PubMed indexes over 24 million citations from biomedical and life science journals and some online books. PubMed citations and abstracts include the fields of medicine, nursing, dentistry, veterinary medicine, the health care system, and pre-clinical sciences. PubMed is a free resource that is developed and maintained by the National Center for Biotechnology Information (), at the U.S. National Library of Medicine (), located at the National Institutes of Health (). See tutorial below for more information on PubMed. While you are at UAB, you should always access PubMed through the library's website so you can have access to online journals the library pays for.
Getting started searching in PubMed is pretty straightforward - you just need to understand what the database does with your search terms.
Briefly, when you enter your search into the box, PubMed will analyze your terms and add related terms to your search. These related terms will include synonyms and the appropriate Medical Subject Headings (MeSH) terms.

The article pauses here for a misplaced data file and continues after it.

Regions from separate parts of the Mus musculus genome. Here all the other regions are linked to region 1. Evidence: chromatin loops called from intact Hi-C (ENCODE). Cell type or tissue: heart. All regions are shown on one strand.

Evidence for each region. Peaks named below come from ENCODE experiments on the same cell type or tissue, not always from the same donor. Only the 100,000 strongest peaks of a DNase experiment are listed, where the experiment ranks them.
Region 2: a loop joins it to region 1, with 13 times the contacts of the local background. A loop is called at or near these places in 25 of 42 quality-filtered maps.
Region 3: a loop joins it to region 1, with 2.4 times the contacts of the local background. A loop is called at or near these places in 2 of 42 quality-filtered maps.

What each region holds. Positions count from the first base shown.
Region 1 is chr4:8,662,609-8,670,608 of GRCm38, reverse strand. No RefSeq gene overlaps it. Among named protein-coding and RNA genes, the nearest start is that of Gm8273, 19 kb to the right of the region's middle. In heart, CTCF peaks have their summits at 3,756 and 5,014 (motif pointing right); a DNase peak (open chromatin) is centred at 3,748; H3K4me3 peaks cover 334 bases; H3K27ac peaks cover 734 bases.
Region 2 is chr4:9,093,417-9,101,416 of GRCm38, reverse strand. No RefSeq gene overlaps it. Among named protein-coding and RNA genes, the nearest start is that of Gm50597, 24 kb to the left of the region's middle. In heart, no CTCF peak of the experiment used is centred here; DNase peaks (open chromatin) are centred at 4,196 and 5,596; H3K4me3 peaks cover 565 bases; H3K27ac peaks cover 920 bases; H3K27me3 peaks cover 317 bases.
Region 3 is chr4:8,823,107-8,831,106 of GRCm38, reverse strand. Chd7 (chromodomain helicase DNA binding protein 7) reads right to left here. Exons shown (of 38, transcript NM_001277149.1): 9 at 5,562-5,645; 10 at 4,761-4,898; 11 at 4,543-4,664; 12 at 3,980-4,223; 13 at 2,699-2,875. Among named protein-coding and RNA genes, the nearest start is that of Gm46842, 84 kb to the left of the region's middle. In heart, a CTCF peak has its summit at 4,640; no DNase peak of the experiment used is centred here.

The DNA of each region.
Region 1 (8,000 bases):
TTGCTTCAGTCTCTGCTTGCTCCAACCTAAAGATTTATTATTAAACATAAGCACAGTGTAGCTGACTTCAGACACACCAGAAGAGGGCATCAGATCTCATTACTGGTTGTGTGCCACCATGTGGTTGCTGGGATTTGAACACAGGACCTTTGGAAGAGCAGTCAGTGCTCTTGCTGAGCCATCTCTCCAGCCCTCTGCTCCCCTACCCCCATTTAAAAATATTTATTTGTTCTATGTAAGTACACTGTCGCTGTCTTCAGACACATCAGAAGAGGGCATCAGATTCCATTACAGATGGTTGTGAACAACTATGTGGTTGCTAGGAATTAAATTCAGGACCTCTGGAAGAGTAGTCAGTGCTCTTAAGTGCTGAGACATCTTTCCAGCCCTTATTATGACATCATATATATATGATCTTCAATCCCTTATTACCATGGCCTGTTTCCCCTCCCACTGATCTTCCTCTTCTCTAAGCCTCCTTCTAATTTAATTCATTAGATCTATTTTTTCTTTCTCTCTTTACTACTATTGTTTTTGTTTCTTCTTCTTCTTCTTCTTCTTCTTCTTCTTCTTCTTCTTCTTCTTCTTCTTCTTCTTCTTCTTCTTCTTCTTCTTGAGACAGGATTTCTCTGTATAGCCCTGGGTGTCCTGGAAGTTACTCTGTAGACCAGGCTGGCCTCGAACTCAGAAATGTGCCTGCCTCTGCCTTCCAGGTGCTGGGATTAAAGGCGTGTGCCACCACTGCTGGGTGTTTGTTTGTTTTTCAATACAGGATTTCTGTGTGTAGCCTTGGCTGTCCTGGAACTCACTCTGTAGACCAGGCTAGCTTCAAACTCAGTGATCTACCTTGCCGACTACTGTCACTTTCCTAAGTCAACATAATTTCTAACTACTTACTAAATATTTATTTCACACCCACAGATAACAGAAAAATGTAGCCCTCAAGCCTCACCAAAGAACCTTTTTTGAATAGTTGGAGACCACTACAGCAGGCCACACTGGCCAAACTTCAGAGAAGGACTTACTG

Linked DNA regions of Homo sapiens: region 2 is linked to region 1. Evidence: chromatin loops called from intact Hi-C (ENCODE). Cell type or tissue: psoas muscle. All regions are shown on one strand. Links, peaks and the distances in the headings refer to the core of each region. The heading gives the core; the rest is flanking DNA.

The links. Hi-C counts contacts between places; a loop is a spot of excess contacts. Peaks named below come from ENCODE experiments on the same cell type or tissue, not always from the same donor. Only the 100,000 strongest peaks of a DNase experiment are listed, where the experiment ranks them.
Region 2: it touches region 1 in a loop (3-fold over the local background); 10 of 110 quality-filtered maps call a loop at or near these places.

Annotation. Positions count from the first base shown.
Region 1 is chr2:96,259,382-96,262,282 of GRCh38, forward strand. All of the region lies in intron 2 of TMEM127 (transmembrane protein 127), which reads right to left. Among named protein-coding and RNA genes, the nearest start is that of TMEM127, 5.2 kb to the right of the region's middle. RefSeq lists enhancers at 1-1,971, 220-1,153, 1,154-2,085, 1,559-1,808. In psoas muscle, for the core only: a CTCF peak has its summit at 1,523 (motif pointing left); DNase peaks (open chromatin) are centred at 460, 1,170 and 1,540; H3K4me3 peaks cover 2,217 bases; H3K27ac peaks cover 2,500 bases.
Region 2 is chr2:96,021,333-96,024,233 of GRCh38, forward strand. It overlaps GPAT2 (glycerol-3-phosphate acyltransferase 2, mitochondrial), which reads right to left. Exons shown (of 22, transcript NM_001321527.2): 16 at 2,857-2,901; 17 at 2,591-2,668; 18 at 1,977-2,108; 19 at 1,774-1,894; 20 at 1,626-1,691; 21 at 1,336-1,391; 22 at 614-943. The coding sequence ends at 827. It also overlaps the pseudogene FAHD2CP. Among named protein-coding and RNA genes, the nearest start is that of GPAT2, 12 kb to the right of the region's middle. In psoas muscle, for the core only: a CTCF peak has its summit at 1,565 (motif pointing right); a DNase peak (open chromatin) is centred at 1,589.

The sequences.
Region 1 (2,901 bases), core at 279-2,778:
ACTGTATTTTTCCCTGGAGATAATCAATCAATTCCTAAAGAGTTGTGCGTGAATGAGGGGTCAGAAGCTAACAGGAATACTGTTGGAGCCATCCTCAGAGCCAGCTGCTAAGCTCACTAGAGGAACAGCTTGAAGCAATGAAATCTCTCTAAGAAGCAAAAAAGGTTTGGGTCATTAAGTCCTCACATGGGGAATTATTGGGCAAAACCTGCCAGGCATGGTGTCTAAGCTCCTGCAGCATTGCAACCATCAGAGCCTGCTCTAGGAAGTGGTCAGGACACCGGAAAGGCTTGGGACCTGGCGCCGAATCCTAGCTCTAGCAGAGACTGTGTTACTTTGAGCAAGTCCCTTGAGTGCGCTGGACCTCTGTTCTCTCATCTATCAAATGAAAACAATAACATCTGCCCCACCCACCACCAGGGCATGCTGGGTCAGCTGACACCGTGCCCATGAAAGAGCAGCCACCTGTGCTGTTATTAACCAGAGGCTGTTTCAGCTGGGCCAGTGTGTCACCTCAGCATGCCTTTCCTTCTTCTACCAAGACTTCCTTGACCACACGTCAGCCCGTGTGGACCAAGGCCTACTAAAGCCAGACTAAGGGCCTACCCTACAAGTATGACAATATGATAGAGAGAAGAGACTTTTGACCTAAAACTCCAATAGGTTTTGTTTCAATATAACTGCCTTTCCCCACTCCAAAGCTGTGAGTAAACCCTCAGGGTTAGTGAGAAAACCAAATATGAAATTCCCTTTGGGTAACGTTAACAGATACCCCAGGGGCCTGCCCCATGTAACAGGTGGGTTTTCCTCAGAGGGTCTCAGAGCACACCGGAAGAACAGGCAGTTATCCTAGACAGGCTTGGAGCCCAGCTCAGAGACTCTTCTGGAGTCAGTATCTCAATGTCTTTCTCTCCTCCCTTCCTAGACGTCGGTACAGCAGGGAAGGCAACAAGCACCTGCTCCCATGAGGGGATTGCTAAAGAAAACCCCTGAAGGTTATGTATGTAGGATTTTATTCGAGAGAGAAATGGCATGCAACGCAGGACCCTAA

To learn more about searching in PubMed, click the image below for a brief video tutorial on how to find articles by subject!
Articles in PubMed are indexed using a standardized vocabulary called Medical Subject Headings (MeSH®). A human being actually reads through the articles and assigns a list of MeSH terms for each article. You can think of MeSH terms as standardized tags.
MeSH is a powerful, value-added feature of PubMed that works behind the scenes to improve your searches. It provides consistency and uniformity so all articles about a certain subject will be retrieved, even if different terms for the concept are used in the article. For example, MeSH enables you to enter heart attack as a search term and still find articles that only use the term myocardial infarction. While myocardial infarction is the official MeSH term, PubMed recognizes heart attack as a synonym (PubMed calls these Entry Terms). Any search terms you enter that PubMed recognizes, will automatically be expanded to also search by the corresponding MeSH term. How nice!
MeSH terms are arranged in a hierarchy and are updated annually to reflect the latest advances in biomedical research.
You can browse the entire list of MeSH terms in the MeSH Database, which can be really helpful when you're starting out with a search and not sure what term(s) to use.